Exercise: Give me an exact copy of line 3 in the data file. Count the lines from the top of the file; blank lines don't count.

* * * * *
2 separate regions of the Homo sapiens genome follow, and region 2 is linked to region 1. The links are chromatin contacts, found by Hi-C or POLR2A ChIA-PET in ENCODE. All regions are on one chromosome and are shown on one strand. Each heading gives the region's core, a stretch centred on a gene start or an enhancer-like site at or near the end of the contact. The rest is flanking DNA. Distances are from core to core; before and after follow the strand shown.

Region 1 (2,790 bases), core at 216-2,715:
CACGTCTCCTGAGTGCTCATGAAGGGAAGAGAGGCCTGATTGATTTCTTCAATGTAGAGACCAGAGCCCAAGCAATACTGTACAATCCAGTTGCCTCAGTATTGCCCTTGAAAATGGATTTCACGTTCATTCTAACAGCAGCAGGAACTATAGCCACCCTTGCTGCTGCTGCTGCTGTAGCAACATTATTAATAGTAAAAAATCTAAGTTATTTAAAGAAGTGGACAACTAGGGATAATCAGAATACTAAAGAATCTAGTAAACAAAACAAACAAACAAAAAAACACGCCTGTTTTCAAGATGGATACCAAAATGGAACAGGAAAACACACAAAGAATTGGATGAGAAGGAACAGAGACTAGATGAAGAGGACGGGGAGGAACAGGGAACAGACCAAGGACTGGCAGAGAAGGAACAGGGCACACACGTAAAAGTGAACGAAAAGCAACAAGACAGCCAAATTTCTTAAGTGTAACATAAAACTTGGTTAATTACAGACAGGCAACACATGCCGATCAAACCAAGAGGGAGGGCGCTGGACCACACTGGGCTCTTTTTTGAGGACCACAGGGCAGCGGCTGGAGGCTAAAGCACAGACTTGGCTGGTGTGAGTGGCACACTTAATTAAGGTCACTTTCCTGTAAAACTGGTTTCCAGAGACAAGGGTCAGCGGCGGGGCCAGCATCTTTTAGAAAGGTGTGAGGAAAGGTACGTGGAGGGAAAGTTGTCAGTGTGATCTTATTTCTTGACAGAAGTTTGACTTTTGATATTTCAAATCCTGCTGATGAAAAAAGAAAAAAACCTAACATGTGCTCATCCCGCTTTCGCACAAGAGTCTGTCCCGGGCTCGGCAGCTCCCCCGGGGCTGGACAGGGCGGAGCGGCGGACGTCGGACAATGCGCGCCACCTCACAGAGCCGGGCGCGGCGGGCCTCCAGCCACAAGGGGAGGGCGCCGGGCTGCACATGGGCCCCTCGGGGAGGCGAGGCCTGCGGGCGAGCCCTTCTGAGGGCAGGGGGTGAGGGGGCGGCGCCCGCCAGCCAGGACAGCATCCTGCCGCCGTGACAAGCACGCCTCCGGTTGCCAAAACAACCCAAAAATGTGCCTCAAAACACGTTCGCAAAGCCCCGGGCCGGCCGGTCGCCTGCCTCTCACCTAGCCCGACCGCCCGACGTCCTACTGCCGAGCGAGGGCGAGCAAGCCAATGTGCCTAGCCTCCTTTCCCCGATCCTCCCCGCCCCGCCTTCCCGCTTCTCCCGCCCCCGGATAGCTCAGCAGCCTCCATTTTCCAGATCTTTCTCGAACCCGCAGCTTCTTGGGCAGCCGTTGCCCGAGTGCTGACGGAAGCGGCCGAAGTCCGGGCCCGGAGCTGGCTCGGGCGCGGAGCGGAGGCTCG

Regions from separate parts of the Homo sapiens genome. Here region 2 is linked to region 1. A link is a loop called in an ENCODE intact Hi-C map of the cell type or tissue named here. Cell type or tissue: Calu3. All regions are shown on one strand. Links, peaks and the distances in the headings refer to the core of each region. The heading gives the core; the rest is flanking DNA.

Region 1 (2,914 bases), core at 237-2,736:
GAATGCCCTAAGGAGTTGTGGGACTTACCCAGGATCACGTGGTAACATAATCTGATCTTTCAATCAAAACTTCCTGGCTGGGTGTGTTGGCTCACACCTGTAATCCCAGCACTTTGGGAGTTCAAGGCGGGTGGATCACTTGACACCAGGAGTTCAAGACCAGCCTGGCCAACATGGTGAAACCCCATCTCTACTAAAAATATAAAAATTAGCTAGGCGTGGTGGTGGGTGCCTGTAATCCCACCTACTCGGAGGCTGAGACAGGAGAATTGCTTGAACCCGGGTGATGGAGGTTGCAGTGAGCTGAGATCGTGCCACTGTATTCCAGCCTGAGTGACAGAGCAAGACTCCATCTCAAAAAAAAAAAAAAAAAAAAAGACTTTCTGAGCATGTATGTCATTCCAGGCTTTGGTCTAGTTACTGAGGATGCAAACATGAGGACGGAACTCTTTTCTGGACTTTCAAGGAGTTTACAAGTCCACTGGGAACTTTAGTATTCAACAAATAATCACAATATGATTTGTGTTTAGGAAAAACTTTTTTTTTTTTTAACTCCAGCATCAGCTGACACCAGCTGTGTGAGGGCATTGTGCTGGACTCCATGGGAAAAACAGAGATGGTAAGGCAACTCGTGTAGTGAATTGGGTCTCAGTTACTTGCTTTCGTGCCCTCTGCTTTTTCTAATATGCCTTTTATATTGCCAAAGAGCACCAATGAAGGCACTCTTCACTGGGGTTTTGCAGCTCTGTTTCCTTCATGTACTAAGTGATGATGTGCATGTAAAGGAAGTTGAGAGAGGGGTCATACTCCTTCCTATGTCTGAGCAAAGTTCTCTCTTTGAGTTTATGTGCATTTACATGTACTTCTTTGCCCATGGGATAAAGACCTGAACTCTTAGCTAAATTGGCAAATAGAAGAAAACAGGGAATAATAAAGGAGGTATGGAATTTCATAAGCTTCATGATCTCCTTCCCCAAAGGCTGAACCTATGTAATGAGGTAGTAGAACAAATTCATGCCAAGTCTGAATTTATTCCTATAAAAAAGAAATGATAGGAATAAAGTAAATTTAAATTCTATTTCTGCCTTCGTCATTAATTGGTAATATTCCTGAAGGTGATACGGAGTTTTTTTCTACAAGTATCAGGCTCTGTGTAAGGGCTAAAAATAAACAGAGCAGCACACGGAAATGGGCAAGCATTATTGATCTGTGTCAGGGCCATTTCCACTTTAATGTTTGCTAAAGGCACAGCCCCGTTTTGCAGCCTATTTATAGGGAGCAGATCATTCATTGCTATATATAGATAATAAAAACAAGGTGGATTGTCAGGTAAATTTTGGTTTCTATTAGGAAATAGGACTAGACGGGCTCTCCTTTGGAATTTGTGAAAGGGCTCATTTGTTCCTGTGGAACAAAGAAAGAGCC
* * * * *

CACGTCTCCTGAGTGCTCATGAAGGGAAGAGAGGCCTGATTGATTTCTTCAATGTAGAGACCAGAGCCCAAGCAATACTGTACAATCCAGTTGCCTCAGTATTGCCCTTGAAAATGGATTTCACGTTCATTCTAACAGCAGCAGGAACTATAGCCACCCTTGCTGCTGCTGCTGCTGTAGCAACATTATTAATAGTAAAAAATCTAAGTTATTTAAAGAAGTGGACAACTAGGGATAATCAGAATACTAAAGAATCTAGTAAACAAAACAAACAAACAAAAAAACACGCCTGTTTTCAAGATGGATACCAAAATGGAACAGGAAAACACACAAAGAATTGGATGAGAAGGAACAGAGACTAGATGAAGAGGACGGGGAGGAACAGGGAACAGACCAAGGACTGGCAGAGAAGGAACAGGGCACACACGTAAAAGTGAACGAAAAGCAACAAGACAGCCAAATTTCTTAAGTGTAACATAAAACTTGGTTAATTACAGACAGGCAACACATGCCGATCAAACCAAGAGGGAGGGCGCTGGACCACACTGGGCTCTTTTTTGAGGACCACAGGGCAGCGGCTGGAGGCTAAAGCACAGACTTGGCTGGTGTGAGTGGCACACTTAATTAAGGTCACTTTCCTGTAAAACTGGTTTCCAGAGACAAGGGTCAGCGGCGGGGCCAGCATCTTTTAGAAAGGTGTGAGGAAAGGTACGTGGAGGGAAAGTTGTCAGTGTGATCTTATTTCTTGACAGAAGTTTGACTTTTGATATTTCAAATCCTGCTGATGAAAAAAGAAAAAAACCTAACATGTGCTCATCCCGCTTTCGCACAAGAGTCTGTCCCGGGCTCGGCAGCTCCCCCGGGGCTGGACAGGGCGGAGCGGCGGACGTCGGACAATGCGCGCCACCTCACAGAGCCGGGCGCGGCGGGCCTCCAGCCACAAGGGGAGGGCGCCGGGCTGCACATGGGCCCCTCGGGGAGGCGAGGCCTGCGGGCGAGCCCTTCTGAGGGCAGGGGGTGAGGGGGCGGCGCCCGCCAGCCAGGACAGCATCCTGCCGCCGTGACAAGCACGCCTCCGGTTGCCAAAACAACCCAAAAATGTGCCTCAAAACACGTTCGCAAAGCCCCGGGCCGGCCGGTCGCCTGCCTCTCACCTAGCCCGACCGCCCGACGTCCTACTGCCGAGCGAGGGCGAGCAAGCCAATGTGCCTAGCCTCCTTTCCCCGATCCTCCCCGCCCCGCCTTCCCGCTTCTCCCGCCCCCGGATAGCTCAGCAGCCTCCATTTTCCAGATCTTTCTCGAACCCGCAGCTTCTTGGGCAGCCGTTGCCCGAGTGCTGACGGAAGCGGCCGAAGTCCGGGCCCGGAGCTGGCTCGGGCGCGGAGCGGAGGCTCG